Twyfelfontein is a site in the Kunene Region of Namibia containing 2,000 figures of rock carvings. In 2007, UNESCO approved it as Namibia’s first World Heritage Site. The figures at Twyfelfontein were created over the course of two thousand years, before 1000 AD. The hunter-gatherers who lived in the region created them as part of their rituals. The carvings represent rhinoceroses, elephants, ostrichs and giraffes as well as depictions of human and animal footprints. Some of the figures notably the “Lion Man” depict the transformation of humans into animals.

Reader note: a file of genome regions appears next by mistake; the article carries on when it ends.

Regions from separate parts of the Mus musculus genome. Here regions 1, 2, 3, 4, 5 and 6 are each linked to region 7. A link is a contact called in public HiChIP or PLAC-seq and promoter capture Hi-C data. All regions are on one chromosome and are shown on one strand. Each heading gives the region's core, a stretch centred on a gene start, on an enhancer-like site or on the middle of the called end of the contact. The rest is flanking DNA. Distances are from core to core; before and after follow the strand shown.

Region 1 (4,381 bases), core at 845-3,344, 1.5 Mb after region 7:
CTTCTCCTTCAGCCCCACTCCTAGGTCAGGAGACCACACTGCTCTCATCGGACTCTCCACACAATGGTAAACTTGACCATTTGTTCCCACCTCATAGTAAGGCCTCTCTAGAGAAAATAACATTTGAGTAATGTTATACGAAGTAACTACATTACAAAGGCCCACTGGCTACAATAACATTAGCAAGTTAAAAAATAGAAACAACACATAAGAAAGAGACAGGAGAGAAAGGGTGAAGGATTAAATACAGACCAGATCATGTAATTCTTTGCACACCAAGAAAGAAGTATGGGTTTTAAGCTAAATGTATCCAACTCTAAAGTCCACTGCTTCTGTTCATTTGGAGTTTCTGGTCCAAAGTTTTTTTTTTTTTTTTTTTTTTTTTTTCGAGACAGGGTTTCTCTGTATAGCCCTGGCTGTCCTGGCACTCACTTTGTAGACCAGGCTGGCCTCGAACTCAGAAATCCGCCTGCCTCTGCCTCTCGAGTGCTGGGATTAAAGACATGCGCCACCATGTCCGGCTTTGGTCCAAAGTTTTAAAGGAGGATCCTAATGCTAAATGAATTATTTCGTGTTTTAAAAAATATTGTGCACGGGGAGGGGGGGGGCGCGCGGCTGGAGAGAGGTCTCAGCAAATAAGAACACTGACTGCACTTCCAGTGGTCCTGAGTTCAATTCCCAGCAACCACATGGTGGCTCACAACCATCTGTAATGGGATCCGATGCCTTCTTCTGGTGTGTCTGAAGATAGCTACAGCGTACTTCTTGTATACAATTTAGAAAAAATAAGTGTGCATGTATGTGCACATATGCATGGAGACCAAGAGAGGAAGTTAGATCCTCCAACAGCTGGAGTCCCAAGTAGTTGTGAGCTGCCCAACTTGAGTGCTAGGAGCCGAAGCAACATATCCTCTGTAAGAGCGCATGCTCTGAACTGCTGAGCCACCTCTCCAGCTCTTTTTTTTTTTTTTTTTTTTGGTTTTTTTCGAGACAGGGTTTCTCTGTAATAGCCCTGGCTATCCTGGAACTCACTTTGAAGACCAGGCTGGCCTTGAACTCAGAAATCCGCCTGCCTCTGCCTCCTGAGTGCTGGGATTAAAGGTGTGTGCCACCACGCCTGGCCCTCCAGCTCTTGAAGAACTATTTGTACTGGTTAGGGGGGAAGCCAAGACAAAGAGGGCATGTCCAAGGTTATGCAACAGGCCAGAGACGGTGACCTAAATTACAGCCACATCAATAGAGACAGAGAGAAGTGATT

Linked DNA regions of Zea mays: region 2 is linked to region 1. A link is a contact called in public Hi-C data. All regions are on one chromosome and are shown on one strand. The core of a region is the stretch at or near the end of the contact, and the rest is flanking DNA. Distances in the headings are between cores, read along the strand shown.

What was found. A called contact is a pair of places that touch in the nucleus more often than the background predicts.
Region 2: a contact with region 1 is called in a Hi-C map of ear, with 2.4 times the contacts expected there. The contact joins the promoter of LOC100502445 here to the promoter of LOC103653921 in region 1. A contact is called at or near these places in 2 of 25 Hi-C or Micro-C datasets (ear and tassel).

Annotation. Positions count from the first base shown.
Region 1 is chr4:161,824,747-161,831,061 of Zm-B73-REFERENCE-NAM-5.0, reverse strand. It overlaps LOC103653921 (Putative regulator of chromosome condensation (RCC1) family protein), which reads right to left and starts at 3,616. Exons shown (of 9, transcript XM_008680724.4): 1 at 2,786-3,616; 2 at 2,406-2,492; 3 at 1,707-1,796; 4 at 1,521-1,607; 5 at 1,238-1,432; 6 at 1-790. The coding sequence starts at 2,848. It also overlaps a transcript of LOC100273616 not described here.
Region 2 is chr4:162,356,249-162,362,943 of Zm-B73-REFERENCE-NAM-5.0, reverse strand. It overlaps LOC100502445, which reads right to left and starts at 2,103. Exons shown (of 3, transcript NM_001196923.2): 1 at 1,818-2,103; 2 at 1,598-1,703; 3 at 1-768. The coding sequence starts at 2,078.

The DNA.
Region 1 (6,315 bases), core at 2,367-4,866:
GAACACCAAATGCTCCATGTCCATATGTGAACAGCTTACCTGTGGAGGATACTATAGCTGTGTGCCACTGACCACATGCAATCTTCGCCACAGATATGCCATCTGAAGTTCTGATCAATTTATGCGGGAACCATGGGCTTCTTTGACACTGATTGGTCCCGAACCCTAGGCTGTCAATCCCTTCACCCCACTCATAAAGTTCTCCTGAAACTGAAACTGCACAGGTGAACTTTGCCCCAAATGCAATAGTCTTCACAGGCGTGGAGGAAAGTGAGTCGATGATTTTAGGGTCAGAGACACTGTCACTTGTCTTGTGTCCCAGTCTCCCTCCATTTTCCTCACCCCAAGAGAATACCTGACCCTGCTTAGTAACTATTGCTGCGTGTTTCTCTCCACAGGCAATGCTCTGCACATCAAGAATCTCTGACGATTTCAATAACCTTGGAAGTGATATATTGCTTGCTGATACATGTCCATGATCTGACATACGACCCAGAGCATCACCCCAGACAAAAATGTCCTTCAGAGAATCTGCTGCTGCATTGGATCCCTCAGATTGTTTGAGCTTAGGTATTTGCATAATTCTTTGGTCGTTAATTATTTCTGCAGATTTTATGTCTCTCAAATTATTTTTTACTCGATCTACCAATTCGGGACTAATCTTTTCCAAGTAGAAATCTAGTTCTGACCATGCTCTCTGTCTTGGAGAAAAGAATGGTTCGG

Archaeologists have dug objects from two parts of the site including stone artefacts, pendants and beads. Twyfelfontein also contains six rock shelters containing depictions of humans painted in red ochre. The creation of new works was probably ended by the arrival of pastoral tribes around 1000 AD.